Land Use
 

He blew like a warm summer’s eve, but should we have preserved his home?

On Jan. 7, we learned the City of New Orleans tore down the childhood home of jazz great Sidney Bechet. The news disappointed preservationists and jazz enthusiasts, who believed the blighted house should’ve been restored and designated an historical landmark.

The AP reported:

Jazz lovers worry that the zeal to “renew” New Orleans is threatening what’s left [of jazz history].

Since taking office last year, Mayor Mitch Landrieu has said he wants to eliminate 10,000 blighted properties in three years. The Bechet house, which had been occupied until Katrina hit, was one of them.

“This building was in imminent danger of collapse. The roof had caved in,” said Jeff Hebert, the city’s new “blight czar.”

He said the city was unaware of the house’s historic significance, but that he had no regret in tearing it down.

If Hebert were more knowledgeable about Bechet’s life story, he might have turned the tables on his critics. Hebert could’ve said: Sure, many regard Bechet as a huge jazz talent and other-worldly soloist, but were you aware that his love for musical performance had unwholesome origins? According to biographer John Chilton:

Sidney’s desire to play music like his brothers made itself clear when he was little more than a toddler. One of his earliest memories was of finding a douche that belonged to his mother and attempting to blow the nozzle of it like a clarinet. This innocent experiment provided his parents with shocked amusement, but it also made them well aware of their youngest child’s ambitions. They bought him a small fife, and soon all of the neighbours were introduced to the sound of Sidney’s diligent practice.

Is this really a part of jazz history that we need to memorialize?

Further, Hebert could have asked why New Orleans should even bother preserving the property of a troublemaker such as Bechet, who had so little regard for other people’s property during his lifetime. Exhibit A would be this news story from 1956 titled “Bechet Causes Stampede” (source: Nov. 1956 issue of Black Chronicle):

TOULOUSE, France, Feb. 25, 1956 — Clarinet wizard Sidney Bechet “blew them all away” here last week, creating such a frenzy among 1200 teenage hep-cats that they nearly tore the concert hall apart piece by piece.

The veteran New Orleans jazzman was smoking with Dixieland favorites for more than 90 minutes. When Bechet blew himself out of breath, the crowd thundered for an encore. He failed to reappear, and they streamed outdoors, tearing down everything in sight.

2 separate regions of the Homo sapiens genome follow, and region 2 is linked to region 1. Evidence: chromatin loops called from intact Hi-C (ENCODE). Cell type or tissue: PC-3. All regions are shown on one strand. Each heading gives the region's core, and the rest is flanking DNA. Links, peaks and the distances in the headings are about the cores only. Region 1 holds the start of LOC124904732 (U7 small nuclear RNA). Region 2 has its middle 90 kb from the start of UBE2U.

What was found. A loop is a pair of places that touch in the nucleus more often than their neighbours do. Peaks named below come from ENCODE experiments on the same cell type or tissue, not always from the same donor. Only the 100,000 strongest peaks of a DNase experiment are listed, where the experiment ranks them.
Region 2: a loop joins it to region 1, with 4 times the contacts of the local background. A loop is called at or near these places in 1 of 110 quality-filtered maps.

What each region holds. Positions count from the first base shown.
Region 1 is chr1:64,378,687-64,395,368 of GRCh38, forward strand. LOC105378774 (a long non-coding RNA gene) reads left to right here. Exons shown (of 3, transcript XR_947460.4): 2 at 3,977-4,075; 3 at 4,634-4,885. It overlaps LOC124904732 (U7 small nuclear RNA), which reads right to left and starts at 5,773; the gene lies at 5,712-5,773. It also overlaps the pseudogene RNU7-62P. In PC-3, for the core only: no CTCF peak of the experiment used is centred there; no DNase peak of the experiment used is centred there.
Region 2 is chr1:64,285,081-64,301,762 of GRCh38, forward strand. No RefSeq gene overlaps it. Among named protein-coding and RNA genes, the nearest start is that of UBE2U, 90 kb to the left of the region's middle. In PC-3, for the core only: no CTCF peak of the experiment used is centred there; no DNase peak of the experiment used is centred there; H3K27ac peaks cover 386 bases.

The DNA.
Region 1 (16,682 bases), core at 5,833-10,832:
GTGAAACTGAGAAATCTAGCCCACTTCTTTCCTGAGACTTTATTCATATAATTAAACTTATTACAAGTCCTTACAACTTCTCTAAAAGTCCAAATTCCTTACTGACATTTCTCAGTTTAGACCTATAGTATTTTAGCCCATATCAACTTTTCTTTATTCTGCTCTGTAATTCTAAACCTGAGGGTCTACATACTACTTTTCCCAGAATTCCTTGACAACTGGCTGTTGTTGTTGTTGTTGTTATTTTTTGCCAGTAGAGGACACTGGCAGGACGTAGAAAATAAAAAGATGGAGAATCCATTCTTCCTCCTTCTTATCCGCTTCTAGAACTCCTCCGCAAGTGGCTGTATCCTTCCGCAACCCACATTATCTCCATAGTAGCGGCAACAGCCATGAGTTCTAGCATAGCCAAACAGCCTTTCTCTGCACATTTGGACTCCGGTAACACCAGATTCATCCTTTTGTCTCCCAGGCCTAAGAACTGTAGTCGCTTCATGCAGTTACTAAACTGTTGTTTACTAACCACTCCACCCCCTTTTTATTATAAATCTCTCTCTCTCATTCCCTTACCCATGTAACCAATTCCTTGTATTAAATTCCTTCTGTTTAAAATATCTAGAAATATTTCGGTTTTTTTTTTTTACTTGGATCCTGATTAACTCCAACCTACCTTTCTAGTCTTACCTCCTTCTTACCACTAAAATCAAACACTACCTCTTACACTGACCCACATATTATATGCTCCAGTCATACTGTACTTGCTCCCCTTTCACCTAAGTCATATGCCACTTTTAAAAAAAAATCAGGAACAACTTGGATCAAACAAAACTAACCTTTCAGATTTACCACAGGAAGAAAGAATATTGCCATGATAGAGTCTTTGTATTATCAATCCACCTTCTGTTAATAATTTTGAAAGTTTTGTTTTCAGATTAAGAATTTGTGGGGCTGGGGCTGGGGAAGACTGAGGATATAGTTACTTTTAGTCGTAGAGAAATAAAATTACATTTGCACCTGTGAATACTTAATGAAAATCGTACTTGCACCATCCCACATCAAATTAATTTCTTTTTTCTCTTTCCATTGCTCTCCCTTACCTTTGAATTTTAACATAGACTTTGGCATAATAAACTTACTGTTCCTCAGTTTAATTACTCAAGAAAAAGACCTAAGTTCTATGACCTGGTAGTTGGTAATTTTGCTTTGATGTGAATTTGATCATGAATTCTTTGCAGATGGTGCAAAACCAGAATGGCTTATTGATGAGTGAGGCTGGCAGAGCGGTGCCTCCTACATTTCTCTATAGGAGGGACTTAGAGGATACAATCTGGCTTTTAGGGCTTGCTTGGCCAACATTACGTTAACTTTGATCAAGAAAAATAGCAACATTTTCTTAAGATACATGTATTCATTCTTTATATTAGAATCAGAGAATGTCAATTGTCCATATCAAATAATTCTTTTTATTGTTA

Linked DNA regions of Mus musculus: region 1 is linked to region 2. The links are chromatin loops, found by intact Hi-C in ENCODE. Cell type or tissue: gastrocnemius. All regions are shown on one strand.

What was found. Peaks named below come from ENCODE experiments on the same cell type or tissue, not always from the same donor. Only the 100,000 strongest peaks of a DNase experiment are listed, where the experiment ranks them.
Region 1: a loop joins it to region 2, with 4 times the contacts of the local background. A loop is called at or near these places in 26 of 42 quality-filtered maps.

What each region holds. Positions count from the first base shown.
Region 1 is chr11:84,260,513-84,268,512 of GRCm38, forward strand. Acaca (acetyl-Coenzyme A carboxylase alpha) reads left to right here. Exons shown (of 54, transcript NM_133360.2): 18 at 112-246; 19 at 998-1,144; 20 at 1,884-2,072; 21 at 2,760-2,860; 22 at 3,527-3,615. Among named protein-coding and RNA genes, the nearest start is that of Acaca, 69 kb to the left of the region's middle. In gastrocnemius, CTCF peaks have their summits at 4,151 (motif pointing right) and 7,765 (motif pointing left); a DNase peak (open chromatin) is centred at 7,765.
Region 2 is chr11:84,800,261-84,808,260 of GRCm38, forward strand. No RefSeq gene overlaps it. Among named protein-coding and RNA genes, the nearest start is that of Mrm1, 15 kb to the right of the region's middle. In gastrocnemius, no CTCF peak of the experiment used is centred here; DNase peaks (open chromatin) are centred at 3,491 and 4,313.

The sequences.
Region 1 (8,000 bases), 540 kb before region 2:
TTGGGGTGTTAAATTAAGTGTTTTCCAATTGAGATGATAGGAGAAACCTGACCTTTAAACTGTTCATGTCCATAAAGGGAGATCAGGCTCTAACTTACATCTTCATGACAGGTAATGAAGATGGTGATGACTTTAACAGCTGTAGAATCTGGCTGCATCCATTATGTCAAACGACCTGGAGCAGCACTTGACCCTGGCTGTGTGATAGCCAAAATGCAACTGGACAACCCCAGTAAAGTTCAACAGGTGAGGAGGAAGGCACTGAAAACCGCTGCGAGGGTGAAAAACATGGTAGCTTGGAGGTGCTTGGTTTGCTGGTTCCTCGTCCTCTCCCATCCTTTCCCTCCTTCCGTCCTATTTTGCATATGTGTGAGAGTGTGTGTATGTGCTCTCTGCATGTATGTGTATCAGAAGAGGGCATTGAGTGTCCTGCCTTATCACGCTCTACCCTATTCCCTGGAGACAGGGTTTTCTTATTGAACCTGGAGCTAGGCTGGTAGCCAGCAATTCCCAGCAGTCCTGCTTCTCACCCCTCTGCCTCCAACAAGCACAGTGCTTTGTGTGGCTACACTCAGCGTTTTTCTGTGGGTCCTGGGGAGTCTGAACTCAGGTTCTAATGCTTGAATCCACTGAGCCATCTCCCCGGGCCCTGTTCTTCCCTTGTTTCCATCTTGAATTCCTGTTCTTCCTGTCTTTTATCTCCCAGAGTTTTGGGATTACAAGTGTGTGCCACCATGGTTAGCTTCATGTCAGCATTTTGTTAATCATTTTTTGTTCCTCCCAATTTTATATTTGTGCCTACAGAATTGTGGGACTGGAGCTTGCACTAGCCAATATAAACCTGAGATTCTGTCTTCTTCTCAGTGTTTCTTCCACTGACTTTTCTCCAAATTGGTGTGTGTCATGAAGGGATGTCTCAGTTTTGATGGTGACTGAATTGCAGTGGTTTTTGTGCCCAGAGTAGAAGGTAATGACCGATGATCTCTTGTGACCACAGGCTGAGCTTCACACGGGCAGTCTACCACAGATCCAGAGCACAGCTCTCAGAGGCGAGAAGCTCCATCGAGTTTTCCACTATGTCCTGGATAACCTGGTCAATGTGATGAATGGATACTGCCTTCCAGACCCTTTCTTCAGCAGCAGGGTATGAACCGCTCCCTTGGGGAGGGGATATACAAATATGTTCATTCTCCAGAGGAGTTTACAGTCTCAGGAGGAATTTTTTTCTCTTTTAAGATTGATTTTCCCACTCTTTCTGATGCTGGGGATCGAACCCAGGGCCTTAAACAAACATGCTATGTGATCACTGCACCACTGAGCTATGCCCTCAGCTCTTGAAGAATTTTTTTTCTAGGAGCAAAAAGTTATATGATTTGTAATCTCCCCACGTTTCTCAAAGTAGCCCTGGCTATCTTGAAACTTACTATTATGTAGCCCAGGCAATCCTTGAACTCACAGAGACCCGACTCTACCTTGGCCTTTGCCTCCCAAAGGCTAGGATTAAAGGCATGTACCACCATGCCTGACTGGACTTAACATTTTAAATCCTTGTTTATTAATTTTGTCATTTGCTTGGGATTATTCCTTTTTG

Police arrived just as the crowd, shouting for more music, stampeded back into the theater. The management turned off the heat and the building got so cold the fans left.

Recently there’s been lot of debate about the dangers of incendiary political rhetoric. Yet, nobody has even mentioned the dangers of incendiary jazz. The New Orleans blight czar had a chance to inject this point into the national conversation, and remind everyone that now is a time for respectful discourse, not inflamed improvisation. Why should New Orleans endorse a Pied Piper who riled up 1,200 “hepcats” into a frenzied throng, only to deprive them of their encore “fix.” It’s inevitable that they’d unleash their energies in violent fashion, destroying private property and disturbing neighborhood sensibilities.

The brute fact is this: Bechet incited one of the worst jazz riots of all time. His soprano saxophone was the smoking gun.

Unfortunately, our blight czar missed an opportunity to stand tall against woodwind terrorism. He should’ve told his critics that the new New Orleans will not have monuments to Bechet’s provocative musicianship, and that the violent destruction of Bechet’s old home is perhaps the most fitting “tribute” to this jazz provocateur.

Catch him at this YouTube video, if you dare.

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